Posts Tagged ‘Linux’

Shellshock (CVE-2014-6271 and CVE-2014-7169) is the name of a bug affecting the Gnu Bash (Bourne-again shell) command-line shell, which can be used on many Linux and UNIX operating systems, as well as Mac OS X. It does not affect Windows computers unless you’ve installed Bash with something like Cygwin. While it’s unlikely that most consumer computers will be targeted, it’s a good idea to watch for updates for operating systems, firewalls, routers, switches, modems, printers, and household items that can be assessed over the Internet–TVs, thermostats, IP cameras, and other items.

It is already being exploited by worms and other malware.

Cisco, Red Hat, Debian, and Ubuntu have already issued updates. The first patch issued did not completely fix the problem, so make sure you update to the version that addresses CVE-2014-7169 as well as CVE-2014-6271. Apple has not issued any updates as of September 28, 2014.

This bug has been around for a very long time; the latest (safe) Bash version is 3.2.53.  Brian J. Fox wrote Bash in 1987 and supported it for five years, and then Chet Ramey took over support–his unpaid hobby. Mr. Ramey thinks Shellshock was accidentally added in 1992.

We have a Macbook that was running a vulnerable version of Bash. I manually updated Bash per this article.

According to Qualys, here’s how to test for the vulnerabilities; at the command line, paste the following line (make sure this line is exact):

env var='() { ignore this;}; echo vulnerable’ bash -c /bin/true

If you have a vulnerable version of bash, the screen will display “vulnerable.” Just to be safe after updating, check the bash version by typing:

bash –version

Vulnerable versions will be before 3.2.53.

If you applied a patch before Friday, you might have a less-serious version of the error, which you can check by typing the following:

env X='(){(a)=>\’ bash -c “echo date”; cat echo; rm -f echo

This line will display the date if bash has not been completely patched.  After patching, you will get an error when running this command.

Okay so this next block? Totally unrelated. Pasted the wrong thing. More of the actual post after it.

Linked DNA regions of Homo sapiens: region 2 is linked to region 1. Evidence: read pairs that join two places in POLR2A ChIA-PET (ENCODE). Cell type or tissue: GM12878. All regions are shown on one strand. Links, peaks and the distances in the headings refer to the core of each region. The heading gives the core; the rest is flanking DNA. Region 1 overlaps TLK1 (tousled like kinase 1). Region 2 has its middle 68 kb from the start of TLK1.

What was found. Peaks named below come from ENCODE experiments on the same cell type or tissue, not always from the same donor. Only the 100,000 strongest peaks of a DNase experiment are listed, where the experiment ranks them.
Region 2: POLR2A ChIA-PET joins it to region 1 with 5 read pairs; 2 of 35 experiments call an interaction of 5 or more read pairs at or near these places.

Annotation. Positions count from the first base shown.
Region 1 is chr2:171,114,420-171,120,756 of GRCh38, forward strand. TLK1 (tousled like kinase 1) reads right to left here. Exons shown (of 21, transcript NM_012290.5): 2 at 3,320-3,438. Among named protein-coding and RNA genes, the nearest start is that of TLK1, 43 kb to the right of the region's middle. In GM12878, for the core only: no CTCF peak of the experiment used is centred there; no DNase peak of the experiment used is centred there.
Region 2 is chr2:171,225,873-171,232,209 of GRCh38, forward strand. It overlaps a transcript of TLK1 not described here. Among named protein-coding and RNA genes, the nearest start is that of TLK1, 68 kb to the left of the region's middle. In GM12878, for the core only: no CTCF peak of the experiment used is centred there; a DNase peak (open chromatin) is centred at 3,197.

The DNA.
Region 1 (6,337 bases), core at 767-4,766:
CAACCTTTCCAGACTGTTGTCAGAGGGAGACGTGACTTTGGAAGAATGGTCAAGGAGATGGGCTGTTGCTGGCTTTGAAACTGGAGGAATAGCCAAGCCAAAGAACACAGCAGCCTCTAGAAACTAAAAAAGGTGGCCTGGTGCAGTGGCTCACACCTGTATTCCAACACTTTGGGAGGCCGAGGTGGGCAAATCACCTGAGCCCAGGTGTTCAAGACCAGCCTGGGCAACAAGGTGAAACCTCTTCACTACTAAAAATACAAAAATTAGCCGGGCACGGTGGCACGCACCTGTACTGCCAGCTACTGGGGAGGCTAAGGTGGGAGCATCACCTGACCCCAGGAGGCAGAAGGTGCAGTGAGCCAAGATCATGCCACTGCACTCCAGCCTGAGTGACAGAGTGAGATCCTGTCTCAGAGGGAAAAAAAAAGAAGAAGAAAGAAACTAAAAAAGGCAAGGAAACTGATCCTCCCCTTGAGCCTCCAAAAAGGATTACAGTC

Ok, now Adobe has released a security update for Flash, which applies to Flash versions for Windows, Macintosh, Linux, and Android operating systems, as well as Google Chrome and Internet Explorer browsers.

  • The version you should be running for Windows and Mac is Adobe Flash Player 11.5.502.149.
  • Linux users should update to Adobe Flash Player
  • If you’re using Google Chrome as your browser, it should automatically update to the latest Chrome version. Chrome’s latest version runs Adobe Flash Player for Windows, Macintosh and Linux.
  • If you’re using Internet Explorer 10 on Windows 8, it will automatically update to the latest version of Internet Explorer, which includes the latest version of Adobe Flash Player, 11.3.379.14 for Windows.
  • Android 4.x devices should be running Adobe Flash Player
  • Android 3.x devices should be running Adobe Flash Player

How to keep up with all these security updates? You have several choices.

  • Sign up for US-CERT email bulletins and follow the instructions.
  • Run Secunia PSI and set it to check for updates weekly.
  • Set Adobe and Java to send you updates automatically. Java will ask you questions; make sure you check for any obnoxious add-ons before you click ok.

In the Adobe security bulletin about this Flash vulnerability that you can read at, Adobe recommends that you verify the version of Flash running on your device.

  • To verify the version of Adobe Flash Player installed on your system, access the About Adobe Flash at, or right-click on content running in Flash Player and select “About Adobe (or Macromedia) Flash Player” from the menu. If you use multiple browsers, perform the check for each browser you have installed on your system.
  • To verify the version of Adobe Flash Player for Android, go to Settings > Applications > Manage Applications > Adobe Flash Player x.x.